Smartphones are so fabulous in so many ways that it seems daft to be nostalgic about the days when an image did not go round the world in a nanosecond. In the mid-1990s, when I stopped having to run from the shows to the film developing lab and first saw digital images, I blessed technology and was convinced that my working life was changing for the better. I had no inkling of the role that images would play, pitting fashion’s professionals — looking at shows for their own purposes of buying or reporting — against an online judge and jury. While fashion pros tend to have personal agendas related to their work, bloggers start a critical conversation that can spread virally.
Many of these changes have been exhilarating. It is great to see the commentaries from smart bloggers — especially those in countries like China or Russia, where there was, in the past, little possibility of sharing fashion thoughts and dreams — although I am leery about the idea that anyone can be a critic, passing judgment after seeing a show (from the front only and in distorted color) on Style.com or NowFashion. But two things have worked to turn fashion shows into a zoo: the cattle market of showoff people waiting to be chosen or rejected by the photographers, and the way that smart brands, in an attempt to claw back control lost to multimedia, have come in on the act. Marc Jacobs was the first designer to sense the power of multimedia. When he named a bag after Bryanboy in 2008, he made the blogger’s name, and turned on an apparently unending shower of designer gifts, which are warmly welcomed at bryanboy.com.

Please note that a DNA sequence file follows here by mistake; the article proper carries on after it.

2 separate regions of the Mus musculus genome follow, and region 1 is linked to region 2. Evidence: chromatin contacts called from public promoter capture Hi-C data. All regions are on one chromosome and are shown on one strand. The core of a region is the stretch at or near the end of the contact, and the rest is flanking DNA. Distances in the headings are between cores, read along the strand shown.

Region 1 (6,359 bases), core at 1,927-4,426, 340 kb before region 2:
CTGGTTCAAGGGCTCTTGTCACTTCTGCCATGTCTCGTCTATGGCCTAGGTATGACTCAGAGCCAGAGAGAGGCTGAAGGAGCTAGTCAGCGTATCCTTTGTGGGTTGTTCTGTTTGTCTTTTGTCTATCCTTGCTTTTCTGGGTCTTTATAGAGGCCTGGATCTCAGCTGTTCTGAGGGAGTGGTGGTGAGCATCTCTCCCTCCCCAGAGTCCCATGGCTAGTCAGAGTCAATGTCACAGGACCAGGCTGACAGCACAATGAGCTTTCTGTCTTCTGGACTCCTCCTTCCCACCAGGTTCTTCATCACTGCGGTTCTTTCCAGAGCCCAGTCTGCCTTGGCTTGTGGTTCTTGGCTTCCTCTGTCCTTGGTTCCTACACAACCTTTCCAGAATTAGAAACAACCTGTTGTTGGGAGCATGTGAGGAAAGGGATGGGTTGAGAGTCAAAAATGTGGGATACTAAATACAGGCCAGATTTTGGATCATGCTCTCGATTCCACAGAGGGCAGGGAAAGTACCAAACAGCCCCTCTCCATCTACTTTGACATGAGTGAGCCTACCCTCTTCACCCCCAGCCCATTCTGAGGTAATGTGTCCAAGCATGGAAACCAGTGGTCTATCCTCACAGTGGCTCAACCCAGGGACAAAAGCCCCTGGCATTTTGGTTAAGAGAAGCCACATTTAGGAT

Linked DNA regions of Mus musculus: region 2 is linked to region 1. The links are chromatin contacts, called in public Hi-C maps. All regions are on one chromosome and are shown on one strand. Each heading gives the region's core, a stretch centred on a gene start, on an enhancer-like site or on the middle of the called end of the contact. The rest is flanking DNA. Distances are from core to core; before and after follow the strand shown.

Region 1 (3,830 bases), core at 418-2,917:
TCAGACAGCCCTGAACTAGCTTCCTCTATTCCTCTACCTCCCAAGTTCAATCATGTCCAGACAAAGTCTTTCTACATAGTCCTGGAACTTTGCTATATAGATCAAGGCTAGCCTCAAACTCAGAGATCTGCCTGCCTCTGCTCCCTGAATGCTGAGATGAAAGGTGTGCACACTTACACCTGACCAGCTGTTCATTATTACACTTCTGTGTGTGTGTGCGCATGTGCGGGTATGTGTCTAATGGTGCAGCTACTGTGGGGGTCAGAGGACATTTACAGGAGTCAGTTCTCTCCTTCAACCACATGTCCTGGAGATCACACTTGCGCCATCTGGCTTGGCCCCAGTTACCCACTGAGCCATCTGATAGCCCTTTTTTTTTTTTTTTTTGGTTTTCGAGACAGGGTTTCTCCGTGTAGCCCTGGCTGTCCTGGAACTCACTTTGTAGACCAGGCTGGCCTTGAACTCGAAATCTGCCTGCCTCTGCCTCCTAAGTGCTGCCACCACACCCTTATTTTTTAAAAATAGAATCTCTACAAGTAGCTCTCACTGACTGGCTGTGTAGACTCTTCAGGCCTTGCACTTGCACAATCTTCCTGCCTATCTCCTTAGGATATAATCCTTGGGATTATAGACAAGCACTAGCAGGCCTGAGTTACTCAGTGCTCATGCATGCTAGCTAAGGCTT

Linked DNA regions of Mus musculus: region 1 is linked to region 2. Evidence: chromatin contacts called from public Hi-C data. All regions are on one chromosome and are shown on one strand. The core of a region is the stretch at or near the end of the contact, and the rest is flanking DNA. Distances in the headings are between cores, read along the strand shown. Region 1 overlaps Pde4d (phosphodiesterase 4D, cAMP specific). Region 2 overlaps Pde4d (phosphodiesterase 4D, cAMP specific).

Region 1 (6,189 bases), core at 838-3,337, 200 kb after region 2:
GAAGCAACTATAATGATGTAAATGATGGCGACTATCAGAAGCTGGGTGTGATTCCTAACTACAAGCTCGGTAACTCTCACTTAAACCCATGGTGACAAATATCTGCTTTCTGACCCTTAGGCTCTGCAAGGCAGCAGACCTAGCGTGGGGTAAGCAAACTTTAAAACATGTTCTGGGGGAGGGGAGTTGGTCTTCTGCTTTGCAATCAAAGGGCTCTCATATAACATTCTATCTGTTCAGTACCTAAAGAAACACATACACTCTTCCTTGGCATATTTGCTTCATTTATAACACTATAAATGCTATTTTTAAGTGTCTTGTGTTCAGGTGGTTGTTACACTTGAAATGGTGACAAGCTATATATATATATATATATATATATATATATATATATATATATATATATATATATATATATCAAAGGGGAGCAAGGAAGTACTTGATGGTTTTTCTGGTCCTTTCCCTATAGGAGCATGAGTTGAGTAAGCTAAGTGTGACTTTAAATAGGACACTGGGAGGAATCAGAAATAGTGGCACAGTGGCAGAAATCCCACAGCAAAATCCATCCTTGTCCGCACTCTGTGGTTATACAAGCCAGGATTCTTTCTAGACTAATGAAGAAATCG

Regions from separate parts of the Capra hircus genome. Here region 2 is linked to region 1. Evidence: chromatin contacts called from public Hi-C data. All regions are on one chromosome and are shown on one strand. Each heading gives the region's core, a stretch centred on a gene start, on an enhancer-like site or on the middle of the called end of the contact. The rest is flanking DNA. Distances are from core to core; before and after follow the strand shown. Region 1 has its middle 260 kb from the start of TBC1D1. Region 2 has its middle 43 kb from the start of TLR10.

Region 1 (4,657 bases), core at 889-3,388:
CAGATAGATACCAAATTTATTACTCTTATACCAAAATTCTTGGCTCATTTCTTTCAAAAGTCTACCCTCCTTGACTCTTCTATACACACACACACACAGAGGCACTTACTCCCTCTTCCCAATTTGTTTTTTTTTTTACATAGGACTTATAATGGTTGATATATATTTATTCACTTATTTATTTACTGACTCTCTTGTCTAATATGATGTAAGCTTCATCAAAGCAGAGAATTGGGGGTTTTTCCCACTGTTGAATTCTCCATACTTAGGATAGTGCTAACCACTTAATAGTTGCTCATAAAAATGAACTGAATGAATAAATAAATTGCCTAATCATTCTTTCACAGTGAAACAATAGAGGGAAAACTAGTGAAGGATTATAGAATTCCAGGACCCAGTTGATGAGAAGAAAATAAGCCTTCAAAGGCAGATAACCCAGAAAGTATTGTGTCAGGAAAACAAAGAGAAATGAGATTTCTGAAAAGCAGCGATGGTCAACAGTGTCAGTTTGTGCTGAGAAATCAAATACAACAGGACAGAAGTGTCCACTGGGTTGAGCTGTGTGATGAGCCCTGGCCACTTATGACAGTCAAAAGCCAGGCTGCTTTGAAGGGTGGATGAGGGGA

Many bloggers are — or were — perceptive and succinct in their comments. But with the aim now to receive trophy gifts and paid-for trips to the next round of shows, only the rarest of bloggers could be seen as a critic in its original meaning of a visual and cultural arbiter.
Adhering to the time-honored journalistic rule that reporters don’t take gifts (read: bribes), I am stunned at the open way bloggers announce which designer has given them what. There is something ridiculous about the self-aggrandizement of some online arbiters who go against the mantra that I was taught in my earliest days as a fashion journalist: “It isn’t good because you like it; you like it because it’s good.” Slim chance of that idea catching on among the fashion bloggers. Whether it is the sharp Susie Bubble or the bright Tavi Gevinson, judging fashion has become all about me: Look at me wearing the dress! Look at these shoes I have found! Look at me loving this outfit in 15 different images!
Fashion has to some extent become mob rule — or, at least, a survival of the most popular in a melee of crowdsourcing. The original “Project Runway,” a television show that chose participants with at least a basic knowledge of fashion, has been followed worldwide by “American Idol”-style initiatives, in which a public vote selects the fashion winner. Who needs to graduate from Central Saint Martins in London or New York’s Fashion Institute of Technology when a homemade outfit can go viral on YouTube with millions of hits?
Playing King Canute and trying to hold back the wave of digital fashion stuff is doomed for failure. But something has been lost in a world where the survival of the gaudiest is a new kind of dress parade. Perhaps the perfect answer would be to let the public preening go on out front, while the show moves, stealthily, to a different and secret venue, with the audience just a group of dedicated pros — dressed head to toe in black, of course.
The opposite of look-at-me fashion: leave it to the French to master understated chic.